Raw Assembly’s founder Thea Speechley opened the event with a quote from Michael Braungart (co-author, with William McDonough, of the influential book on circularity, Cradle to Cradle): “The farmer should try to pay the earth for what he took from it.” Speechley suggested that concept of the Law of Return should underpin the work of sustainable sourcing. “[The fashion industry] needs to act now as we face immense challenges,” she said.

While new textile innovations reduce water and energy of traditional materials, and front-runners are looking to switch in more sustainable materials, the bulk of the industry is still locked onto virgin polyester – which accounts for about two thirds of the fibre basket. Conventionally grown cotton comes next; organic cotton still accounts for less than 2 per cent of the whole global crop. We might get excited about those eco-sequins but they and their ilk form a tiny fraction of the fashion whole.

A new report from McKinsey backs this up. Fashion’s New Must Have: Sustainable Sourcing at Scale, acknowledges: “A sceptic might ask: does this spotlight on sustainability represent a move towards long-term transformation of the industry or is it simply the fashion of the season?” But the report describes an industry-wide move towards positive change.

Researchers surveyed 64 sourcing executives from big companies, responsible for a total sourcing budget of over US $100 billion, and describes “a race to the top” not bottom. “The clear majority of survey respondents expect the industry to transition to a much more sustainable model by 2025. They foresee wider use of sustainable materials, an improved ecological footprint, increased transparency, and strengthened supplier relationships and purchasing practices.” Sustainable materials was the number one ranked concern.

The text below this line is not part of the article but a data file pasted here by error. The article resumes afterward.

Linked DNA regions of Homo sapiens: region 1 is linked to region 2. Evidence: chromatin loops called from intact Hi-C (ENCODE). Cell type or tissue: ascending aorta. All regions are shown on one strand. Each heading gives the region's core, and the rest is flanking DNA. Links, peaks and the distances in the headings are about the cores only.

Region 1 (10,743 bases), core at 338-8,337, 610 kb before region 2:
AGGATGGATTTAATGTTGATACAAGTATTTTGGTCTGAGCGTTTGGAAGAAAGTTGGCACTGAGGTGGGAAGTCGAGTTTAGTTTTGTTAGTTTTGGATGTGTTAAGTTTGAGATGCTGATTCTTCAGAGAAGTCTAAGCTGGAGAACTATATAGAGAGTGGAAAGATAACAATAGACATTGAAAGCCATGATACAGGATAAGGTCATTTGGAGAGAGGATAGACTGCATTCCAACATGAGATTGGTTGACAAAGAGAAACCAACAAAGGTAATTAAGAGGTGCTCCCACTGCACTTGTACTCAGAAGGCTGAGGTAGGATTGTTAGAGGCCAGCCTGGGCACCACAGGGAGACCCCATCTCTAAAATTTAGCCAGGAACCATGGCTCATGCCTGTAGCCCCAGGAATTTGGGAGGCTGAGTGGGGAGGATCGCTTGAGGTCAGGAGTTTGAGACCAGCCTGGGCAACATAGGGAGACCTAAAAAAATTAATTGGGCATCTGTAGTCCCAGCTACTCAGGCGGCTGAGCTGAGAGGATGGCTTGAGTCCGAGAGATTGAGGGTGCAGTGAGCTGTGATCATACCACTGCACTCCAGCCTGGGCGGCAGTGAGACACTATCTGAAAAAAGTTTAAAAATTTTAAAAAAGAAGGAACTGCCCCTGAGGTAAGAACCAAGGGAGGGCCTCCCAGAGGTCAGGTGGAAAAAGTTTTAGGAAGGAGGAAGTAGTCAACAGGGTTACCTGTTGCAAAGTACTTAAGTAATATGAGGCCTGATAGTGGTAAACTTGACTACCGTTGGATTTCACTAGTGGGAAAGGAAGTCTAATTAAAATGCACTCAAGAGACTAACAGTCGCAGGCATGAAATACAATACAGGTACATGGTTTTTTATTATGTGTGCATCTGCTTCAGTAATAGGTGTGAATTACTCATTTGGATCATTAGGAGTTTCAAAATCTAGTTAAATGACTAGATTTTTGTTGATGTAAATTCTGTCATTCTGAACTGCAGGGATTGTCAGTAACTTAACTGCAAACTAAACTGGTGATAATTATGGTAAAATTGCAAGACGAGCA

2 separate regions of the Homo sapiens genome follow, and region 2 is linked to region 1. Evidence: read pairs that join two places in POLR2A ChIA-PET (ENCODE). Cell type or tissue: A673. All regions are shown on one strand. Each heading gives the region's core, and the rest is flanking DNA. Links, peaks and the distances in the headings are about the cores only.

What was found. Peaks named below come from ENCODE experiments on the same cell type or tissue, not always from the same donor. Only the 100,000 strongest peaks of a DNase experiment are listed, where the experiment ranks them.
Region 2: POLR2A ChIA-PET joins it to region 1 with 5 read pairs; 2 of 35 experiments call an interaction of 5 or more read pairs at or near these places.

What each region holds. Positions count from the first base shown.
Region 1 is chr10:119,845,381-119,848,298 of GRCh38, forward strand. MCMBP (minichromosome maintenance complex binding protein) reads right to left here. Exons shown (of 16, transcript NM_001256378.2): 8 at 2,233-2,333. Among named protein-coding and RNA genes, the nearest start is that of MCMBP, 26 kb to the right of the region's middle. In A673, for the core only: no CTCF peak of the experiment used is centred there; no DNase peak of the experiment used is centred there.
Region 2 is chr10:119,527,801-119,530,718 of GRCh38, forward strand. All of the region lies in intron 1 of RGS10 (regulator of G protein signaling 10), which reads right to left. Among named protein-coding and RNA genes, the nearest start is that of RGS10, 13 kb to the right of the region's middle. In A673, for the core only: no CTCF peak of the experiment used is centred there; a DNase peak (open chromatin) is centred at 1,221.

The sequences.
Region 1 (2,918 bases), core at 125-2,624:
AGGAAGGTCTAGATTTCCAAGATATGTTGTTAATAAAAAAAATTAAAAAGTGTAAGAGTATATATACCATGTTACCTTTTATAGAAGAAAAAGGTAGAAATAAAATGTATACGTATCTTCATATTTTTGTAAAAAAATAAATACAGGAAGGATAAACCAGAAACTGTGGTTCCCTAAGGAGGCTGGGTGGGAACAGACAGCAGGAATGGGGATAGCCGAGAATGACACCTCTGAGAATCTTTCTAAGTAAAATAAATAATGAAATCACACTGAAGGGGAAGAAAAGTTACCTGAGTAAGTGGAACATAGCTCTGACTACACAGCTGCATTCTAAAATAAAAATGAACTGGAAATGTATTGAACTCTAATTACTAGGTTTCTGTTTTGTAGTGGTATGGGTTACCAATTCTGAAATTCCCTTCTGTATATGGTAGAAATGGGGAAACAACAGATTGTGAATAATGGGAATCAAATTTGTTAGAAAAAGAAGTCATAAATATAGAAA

Harold Weghorst said a driving factor was increasing consumer awareness around big environmental issues such as plastic microfibres polluting our oceans, and the current focus on the fashion industry’s carbon footprint.

Lenzing was one of the founding signatories of the UN Fashion Industry Charter for Climate Action this year, but more fibre producers need to set science-based targets to reduce emissions.

“The key takeaway from Raw Assembly has been building bridges of understanding,” says Speechley. “Having wool growers and research academics interacting alongside big brands and independent designers, not only informs their opinions, but starts to shape a culture in the industry of greater understanding and the development of informed opinions. I really think this will not only affect their sourcing decisions, but have a wider impact on how they are looking at sustainability across the rest of their business.”

Inevitably, though, it’s the start-ups with surprising ingredients that grab the most attention. Earlier this year, the Italian innovators behind Orange Fibre, Adriana Santanocito and Enrica Arena, set out to crowdfund €250,000 (AU $400,000) for their silk alternative made from orange peel waste orange from the juicing industry. They raised €650,000. At Raw Assembly, the most buzz was around Desserto, a vegan leather alternative made from the cactus plant. “They literally launched it a couple of weeks ago,” says Speechley, “so it’s pretty cool to have it here in Australia first.” Kit Willow was beside herself.